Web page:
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  • Published: 1 October 2015
  • ISBN: 9781909531178
  • Imprint: Definitions
  • Format: Paperback
  • Pages: 336
  • RRP: $19.99

Bog Child

The extraordinary story of one long summer in the life of an 18-year-old boy caught up in the chaos and conflict of Ireland in the 1980s.

Digging for peat in the mountain with his Uncle Tally, Fergus finds the body of a child, and it looks like she's been murdered. As Fergus tries to make sense of the mad world around him - his brother on hunger-strike in prison, his growing feelings for Cora, his parents arguing over the Troubles, and him in it up to the neck, blackmailed into acting as courier to God knows what, a little voice comes to him in his dreams, and the mystery of the bog child unfurls.

Bog Child is an astonishing novel exploring the sacrifices made in the name of peace, and the unflinching strength of the human spirit.

  • Published: 1 October 2015
  • ISBN: 9781909531178
  • Imprint: Definitions
  • Format: Paperback
  • Pages: 336
  • RRP: $19.99

About the author

Siobhan Dowd

Siobhan Dowd lived in Oxford with her husband, Geoff, before tragically dying from cancer in August 2007, aged 47. She was both an extraordinary writer and an extraordinary person.

Siobhan's first novel, A Swift Pure Cry, won the Branford Boase Award and the Eilis Dillon Award and was shortlisted for the Carnegie Medal and Booktrust Teenage Prize.

Her second novel, The London Eye Mystery, won the 2007 NASEN & TES Special Educational Needs Children's Book Award. In March 2008, the book was shortlisted for the prestigious Children's Books Ireland Bisto Awards.

Siobhan's third novel, Bog Child, was the first book to be posthumously awarded the Carnegie Medal in 2008.

The award-winning novel A Monster Calls by Patrick Ness was based on an idea of Siobhan's. Her novella, The Ransom of Dond, was published in 2013, illustrated throughout by Pam Smy.

Also by Siobhan Dowd

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Praise for Bog Child

As a writer, Dowd appears to be incapable of a jarring phrase or a lazy metaphor. Her sentences sing, each note resonates with an urgent humanity of the sort that cannot be faked


The work of an outstanding writer

The Sunday Times

A captivating first love affair, a hilarious red herring and profound truths about politics and family add up to a novel set to win awards in the coming year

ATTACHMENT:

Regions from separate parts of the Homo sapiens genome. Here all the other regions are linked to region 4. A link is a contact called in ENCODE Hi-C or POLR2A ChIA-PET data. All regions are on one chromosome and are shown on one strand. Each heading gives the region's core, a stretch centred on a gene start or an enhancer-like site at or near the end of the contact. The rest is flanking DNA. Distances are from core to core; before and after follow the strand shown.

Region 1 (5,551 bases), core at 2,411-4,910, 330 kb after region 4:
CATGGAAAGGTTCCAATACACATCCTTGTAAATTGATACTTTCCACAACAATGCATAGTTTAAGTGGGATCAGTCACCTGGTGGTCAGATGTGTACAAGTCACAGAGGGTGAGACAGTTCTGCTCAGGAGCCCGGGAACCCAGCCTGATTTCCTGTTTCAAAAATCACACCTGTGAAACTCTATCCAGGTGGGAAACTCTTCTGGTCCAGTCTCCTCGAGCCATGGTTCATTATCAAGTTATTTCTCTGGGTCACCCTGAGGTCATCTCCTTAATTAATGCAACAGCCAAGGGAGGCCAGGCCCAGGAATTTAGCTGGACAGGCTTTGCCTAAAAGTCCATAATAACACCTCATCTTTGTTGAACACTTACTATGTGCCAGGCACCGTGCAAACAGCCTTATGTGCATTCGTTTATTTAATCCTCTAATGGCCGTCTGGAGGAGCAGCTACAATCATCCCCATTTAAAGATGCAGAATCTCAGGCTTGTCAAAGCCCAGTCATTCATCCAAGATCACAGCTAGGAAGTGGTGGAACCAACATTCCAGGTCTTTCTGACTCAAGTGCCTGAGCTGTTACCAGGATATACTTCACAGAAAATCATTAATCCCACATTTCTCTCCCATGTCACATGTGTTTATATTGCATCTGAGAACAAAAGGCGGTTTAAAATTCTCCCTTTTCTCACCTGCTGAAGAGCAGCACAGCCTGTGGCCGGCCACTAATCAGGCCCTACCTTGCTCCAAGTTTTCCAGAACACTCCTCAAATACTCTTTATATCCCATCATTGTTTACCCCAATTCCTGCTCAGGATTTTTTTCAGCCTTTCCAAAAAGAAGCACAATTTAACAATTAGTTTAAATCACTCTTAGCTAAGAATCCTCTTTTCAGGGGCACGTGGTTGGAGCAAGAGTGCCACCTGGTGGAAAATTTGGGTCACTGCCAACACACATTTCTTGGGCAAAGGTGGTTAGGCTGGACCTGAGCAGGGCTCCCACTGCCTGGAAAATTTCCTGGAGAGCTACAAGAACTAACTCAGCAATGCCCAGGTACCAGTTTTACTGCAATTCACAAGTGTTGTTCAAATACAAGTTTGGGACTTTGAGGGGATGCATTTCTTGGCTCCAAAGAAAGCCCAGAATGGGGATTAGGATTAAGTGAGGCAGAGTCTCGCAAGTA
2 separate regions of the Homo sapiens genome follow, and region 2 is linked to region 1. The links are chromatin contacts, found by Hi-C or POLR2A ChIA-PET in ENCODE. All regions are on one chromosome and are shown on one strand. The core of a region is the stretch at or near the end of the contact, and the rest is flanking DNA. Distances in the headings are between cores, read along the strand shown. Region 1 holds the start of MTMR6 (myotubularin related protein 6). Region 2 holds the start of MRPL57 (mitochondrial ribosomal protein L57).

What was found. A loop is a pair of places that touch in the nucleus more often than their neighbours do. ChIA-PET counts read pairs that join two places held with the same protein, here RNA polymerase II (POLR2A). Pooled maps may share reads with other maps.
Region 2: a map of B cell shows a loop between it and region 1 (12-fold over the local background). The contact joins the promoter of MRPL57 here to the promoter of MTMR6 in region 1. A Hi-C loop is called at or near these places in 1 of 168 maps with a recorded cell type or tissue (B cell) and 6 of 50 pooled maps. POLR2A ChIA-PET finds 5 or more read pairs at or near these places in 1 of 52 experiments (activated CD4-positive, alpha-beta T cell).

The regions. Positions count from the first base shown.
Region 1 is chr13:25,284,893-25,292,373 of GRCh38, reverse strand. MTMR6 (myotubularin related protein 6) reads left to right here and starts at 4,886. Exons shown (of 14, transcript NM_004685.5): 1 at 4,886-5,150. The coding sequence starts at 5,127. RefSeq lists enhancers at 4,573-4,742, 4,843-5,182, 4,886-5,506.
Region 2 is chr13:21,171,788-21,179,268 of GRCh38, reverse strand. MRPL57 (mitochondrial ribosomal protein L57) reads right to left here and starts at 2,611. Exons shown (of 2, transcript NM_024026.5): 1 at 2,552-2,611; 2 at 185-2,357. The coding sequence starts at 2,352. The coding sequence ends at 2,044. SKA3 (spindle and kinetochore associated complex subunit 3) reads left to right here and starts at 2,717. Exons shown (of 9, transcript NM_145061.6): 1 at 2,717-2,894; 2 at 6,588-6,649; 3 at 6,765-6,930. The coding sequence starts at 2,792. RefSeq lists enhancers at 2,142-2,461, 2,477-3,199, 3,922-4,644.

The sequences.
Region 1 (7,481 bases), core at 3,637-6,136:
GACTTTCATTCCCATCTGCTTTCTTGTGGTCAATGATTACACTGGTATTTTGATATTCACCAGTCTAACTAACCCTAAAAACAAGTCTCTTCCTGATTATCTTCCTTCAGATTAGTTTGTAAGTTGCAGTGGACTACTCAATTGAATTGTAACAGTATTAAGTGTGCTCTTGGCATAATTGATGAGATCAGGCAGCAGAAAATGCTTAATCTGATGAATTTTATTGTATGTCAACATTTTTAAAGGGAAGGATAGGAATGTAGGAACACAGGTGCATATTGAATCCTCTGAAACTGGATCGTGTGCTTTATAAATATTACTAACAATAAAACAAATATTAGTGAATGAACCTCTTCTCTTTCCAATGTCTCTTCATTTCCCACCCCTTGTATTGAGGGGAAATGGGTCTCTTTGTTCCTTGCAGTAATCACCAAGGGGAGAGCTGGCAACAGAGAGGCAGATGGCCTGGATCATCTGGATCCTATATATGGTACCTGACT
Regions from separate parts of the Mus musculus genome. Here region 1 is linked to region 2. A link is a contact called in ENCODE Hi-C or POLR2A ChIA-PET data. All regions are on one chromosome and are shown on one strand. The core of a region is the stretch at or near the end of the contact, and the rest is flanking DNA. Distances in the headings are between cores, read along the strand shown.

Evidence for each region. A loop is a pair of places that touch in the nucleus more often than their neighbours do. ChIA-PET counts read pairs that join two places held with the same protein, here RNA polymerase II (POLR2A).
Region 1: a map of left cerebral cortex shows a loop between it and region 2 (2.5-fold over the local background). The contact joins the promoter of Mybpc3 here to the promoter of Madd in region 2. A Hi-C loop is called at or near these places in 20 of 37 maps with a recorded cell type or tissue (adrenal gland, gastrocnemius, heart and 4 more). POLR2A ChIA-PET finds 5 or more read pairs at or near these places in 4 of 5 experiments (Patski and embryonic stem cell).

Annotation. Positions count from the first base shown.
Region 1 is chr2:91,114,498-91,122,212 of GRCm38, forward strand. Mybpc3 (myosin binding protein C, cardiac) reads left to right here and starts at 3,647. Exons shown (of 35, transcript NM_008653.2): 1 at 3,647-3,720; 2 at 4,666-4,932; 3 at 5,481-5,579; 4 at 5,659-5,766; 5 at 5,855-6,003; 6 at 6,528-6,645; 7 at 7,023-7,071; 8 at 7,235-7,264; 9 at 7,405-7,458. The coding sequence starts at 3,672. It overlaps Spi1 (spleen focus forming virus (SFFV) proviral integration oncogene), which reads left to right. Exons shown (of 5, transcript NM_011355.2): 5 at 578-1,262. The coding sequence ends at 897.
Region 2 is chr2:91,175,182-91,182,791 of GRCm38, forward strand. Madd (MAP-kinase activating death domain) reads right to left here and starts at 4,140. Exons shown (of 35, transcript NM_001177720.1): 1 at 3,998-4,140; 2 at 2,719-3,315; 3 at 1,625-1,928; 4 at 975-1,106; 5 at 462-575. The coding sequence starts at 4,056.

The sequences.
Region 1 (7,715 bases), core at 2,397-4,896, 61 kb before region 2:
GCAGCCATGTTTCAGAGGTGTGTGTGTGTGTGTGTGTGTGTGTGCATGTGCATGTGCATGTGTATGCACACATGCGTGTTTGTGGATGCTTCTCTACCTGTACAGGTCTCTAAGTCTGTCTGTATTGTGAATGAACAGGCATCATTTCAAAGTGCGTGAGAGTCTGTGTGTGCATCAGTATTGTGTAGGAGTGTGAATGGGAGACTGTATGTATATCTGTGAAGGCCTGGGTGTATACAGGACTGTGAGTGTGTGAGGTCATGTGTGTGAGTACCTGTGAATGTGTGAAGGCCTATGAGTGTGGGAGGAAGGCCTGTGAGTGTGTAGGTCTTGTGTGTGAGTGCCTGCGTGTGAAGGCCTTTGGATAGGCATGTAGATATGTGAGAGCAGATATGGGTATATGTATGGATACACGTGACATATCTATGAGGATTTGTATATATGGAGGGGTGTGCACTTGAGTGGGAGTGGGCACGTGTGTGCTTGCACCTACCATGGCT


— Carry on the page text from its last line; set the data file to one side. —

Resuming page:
An unflinchingly honest and brave novel

Irish Independent

Only two months in, and I may have already found my favourite book of the year. Siobhan Dowd's Bog Child is an astonishing read and the kind of book that holds you in a trance

The Bookseller

Dowd creates a complex world of death, morality, fear, the longong for a united republic, for freedom

Oxford Times

A harrowing story of choice and obligation, peace and politics


5 out of 5 stars

Sunday Express

A dramatic and poignant tale from a sadly missed talent

Norwich Evening News

Bog Child is a beautiful novel offering a unique insight in to Irish history

Irish Post

Fergus is an appealling hero, and the entwined secrecy of borders, soldiers, volunteers, smugglers, and families are interestingly used

Dublin Evening Herald

Dowd's lightness of touch allows humour and poignancy to shine through

Daily Telegraph

This is a wonderful book

Mail on Sunday

It is a book we would all do well to read, teenager and adult alike

The School Librarian

Despite it's heavy themes it's a book brimming with passion, humour and hope


Bog Child is beautifully written, with rarely a word written out of place . . . A fascinating read for older teens and adults alike


Often funny, sometimes shocking; just as you think you can guess what's coming next the plot unfurls more surprises. This book spills over with compassion and hope


With plenty of humour and surprising twists it's a compelling, entertaining book for teens and adults

Irish Examiner

New and challenging book full of mystery and shadows . . . Both terrifying and fascinating from the start, Bog Child is a must-read

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